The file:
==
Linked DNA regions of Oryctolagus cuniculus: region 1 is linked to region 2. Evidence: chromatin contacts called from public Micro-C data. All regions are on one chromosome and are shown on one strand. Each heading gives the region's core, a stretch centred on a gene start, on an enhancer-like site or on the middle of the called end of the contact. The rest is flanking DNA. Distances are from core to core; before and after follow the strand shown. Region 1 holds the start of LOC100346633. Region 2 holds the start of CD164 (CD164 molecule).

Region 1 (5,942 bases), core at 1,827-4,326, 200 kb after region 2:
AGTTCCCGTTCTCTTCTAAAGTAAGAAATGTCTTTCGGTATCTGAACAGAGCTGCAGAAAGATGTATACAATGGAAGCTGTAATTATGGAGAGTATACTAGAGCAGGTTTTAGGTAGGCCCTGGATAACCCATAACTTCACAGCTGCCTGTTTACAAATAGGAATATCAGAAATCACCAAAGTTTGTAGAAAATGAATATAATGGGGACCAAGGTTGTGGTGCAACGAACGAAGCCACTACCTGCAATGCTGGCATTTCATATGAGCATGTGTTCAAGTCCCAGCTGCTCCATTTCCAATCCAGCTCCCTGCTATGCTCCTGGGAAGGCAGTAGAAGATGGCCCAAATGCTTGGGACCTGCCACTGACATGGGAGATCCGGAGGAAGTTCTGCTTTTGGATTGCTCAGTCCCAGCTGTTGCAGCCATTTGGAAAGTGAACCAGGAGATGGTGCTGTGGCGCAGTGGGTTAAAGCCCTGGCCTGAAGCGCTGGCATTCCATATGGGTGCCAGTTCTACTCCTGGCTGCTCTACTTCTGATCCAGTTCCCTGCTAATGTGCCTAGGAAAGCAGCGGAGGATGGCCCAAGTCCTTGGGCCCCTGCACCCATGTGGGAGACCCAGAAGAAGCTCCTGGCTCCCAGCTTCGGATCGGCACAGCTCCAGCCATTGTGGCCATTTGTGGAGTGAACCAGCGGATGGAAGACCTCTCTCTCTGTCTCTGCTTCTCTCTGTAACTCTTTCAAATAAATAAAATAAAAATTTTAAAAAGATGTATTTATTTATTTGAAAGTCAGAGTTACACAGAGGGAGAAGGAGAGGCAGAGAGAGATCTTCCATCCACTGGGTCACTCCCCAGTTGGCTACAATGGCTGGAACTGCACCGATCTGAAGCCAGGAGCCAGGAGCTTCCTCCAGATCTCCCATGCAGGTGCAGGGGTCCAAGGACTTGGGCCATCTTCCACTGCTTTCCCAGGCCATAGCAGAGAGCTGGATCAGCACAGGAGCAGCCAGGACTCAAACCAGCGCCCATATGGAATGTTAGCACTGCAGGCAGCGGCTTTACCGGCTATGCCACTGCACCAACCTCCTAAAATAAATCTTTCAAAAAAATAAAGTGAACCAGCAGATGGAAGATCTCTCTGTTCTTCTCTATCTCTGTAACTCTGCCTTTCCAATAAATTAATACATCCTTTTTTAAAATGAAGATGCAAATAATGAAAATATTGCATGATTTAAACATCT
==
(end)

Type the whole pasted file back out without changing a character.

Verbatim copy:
Linked DNA regions of Oryctolagus cuniculus: region 1 is linked to region 2. Evidence: chromatin contacts called from public Micro-C data. All regions are on one chromosome and are shown on one strand. Each heading gives the region's core, a stretch centred on a gene start, on an enhancer-like site or on the middle of the called end of the contact. The rest is flanking DNA. Distances are from core to core; before and after follow the strand shown. Region 1 holds the start of LOC100346633. Region 2 holds the start of CD164 (CD164 molecule).

Region 1 (5,942 bases), core at 1,827-4,326, 200 kb after region 2:
AGTTCCCGTTCTCTTCTAAAGTAAGAAATGTCTTTCGGTATCTGAACAGAGCTGCAGAAAGATGTATACAATGGAAGCTGTAATTATGGAGAGTATACTAGAGCAGGTTTTAGGTAGGCCCTGGATAACCCATAACTTCACAGCTGCCTGTTTACAAATAGGAATATCAGAAATCACCAAAGTTTGTAGAAAATGAATATAATGGGGACCAAGGTTGTGGTGCAACGAACGAAGCCACTACCTGCAATGCTGGCATTTCATATGAGCATGTGTTCAAGTCCCAGCTGCTCCATTTCCAATCCAGCTCCCTGCTATGCTCCTGGGAAGGCAGTAGAAGATGGCCCAAATGCTTGGGACCTGCCACTGACATGGGAGATCCGGAGGAAGTTCTGCTTTTGGATTGCTCAGTCCCAGCTGTTGCAGCCATTTGGAAAGTGAACCAGGAGATGGTGCTGTGGCGCAGTGGGTTAAAGCCCTGGCCTGAAGCGCTGGCATTCCATATGGGTGCCAGTTCTACTCCTGGCTGCTCTACTTCTGATCCAGTTCCCTGCTAATGTGCCTAGGAAAGCAGCGGAGGATGGCCCAAGTCCTTGGGCCCCTGCACCCATGTGGGAGACCCAGAAGAAGCTCCTGGCTCCCAGCTTCGGATCGGCACAGCTCCAGCCATTGTGGCCATTTGTGGAGTGAACCAGCGGATGGAAGACCTCTCTCTCTGTCTCTGCTTCTCTCTGTAACTCTTTCAAATAAATAAAATAAAAATTTTAAAAAGATGTATTTATTTATTTGAAAGTCAGAGTTACACAGAGGGAGAAGGAGAGGCAGAGAGAGATCTTCCATCCACTGGGTCACTCCCCAGTTGGCTACAATGGCTGGAACTGCACCGATCTGAAGCCAGGAGCCAGGAGCTTCCTCCAGATCTCCCATGCAGGTGCAGGGGTCCAAGGACTTGGGCCATCTTCCACTGCTTTCCCAGGCCATAGCAGAGAGCTGGATCAGCACAGGAGCAGCCAGGACTCAAACCAGCGCCCATATGGAATGTTAGCACTGCAGGCAGCGGCTTTACCGGCTATGCCACTGCACCAACCTCCTAAAATAAATCTTTCAAAAAAATAAAGTGAACCAGCAGATGGAAGATCTCTCTGTTCTTCTCTATCTCTGTAACTCTGCCTTTCCAATAAATTAATACATCCTTTTTTAAAATGAAGATGCAAATAATGAAAATATTGCATGATTTAAACATCT